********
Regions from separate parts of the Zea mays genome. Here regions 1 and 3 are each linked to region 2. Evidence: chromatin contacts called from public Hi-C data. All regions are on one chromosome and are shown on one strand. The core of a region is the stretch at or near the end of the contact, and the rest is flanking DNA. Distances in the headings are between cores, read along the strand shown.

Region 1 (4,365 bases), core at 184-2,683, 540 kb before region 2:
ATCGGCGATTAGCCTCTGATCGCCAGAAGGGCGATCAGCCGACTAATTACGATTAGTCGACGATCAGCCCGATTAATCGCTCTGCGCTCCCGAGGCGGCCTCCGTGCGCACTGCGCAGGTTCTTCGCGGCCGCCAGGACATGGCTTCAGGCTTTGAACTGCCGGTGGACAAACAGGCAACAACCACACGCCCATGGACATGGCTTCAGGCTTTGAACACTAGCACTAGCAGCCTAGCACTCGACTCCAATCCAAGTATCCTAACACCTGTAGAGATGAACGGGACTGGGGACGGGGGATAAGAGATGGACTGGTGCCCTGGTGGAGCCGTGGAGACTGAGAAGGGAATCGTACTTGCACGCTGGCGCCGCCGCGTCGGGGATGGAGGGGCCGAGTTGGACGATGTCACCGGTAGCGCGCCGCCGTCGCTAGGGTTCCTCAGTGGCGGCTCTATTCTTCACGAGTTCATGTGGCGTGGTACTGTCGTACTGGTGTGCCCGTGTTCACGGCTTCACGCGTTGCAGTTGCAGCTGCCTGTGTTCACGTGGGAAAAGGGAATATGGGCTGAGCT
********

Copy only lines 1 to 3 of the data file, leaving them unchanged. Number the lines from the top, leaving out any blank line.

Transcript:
Regions from separate parts of the Zea mays genome. Here regions 1 and 3 are each linked to region 2. Evidence: chromatin contacts called from public Hi-C data. All regions are on one chromosome and are shown on one strand. The core of a region is the stretch at or near the end of the contact, and the rest is flanking DNA. Distances in the headings are between cores, read along the strand shown.

Region 1 (4,365 bases), core at 184-2,683, 540 kb before region 2:
ATCGGCGATTAGCCTCTGATCGCCAGAAGGGCGATCAGCCGACTAATTACGATTAGTCGACGATCAGCCCGATTAATCGCTCTGCGCTCCCGAGGCGGCCTCCGTGCGCACTGCGCAGGTTCTTCGCGGCCGCCAGGACATGGCTTCAGGCTTTGAACTGCCGGTGGACAAACAGGCAACAACCACACGCCCATGGACATGGCTTCAGGCTTTGAACACTAGCACTAGCAGCCTAGCACTCGACTCCAATCCAAGTATCCTAACACCTGTAGAGATGAACGGGACTGGGGACGGGGGATAAGAGATGGACTGGTGCCCTGGTGGAGCCGTGGAGACTGAGAAGGGAATCGTACTTGCACGCTGGCGCCGCCGCGTCGGGGATGGAGGGGCCGAGTTGGACGATGTCACCGGTAGCGCGCCGCCGTCGCTAGGGTTCCTCAGTGGCGGCTCTATTCTTCACGAGTTCATGTGGCGTGGTACTGTCGTACTGGTGTGCCCGTGTTCACGGCTTCACGCGTTGCAGTTGCAGCTGCCTGTGTTCACGTGGGAAAAGGGAATATGGGCTGAGCT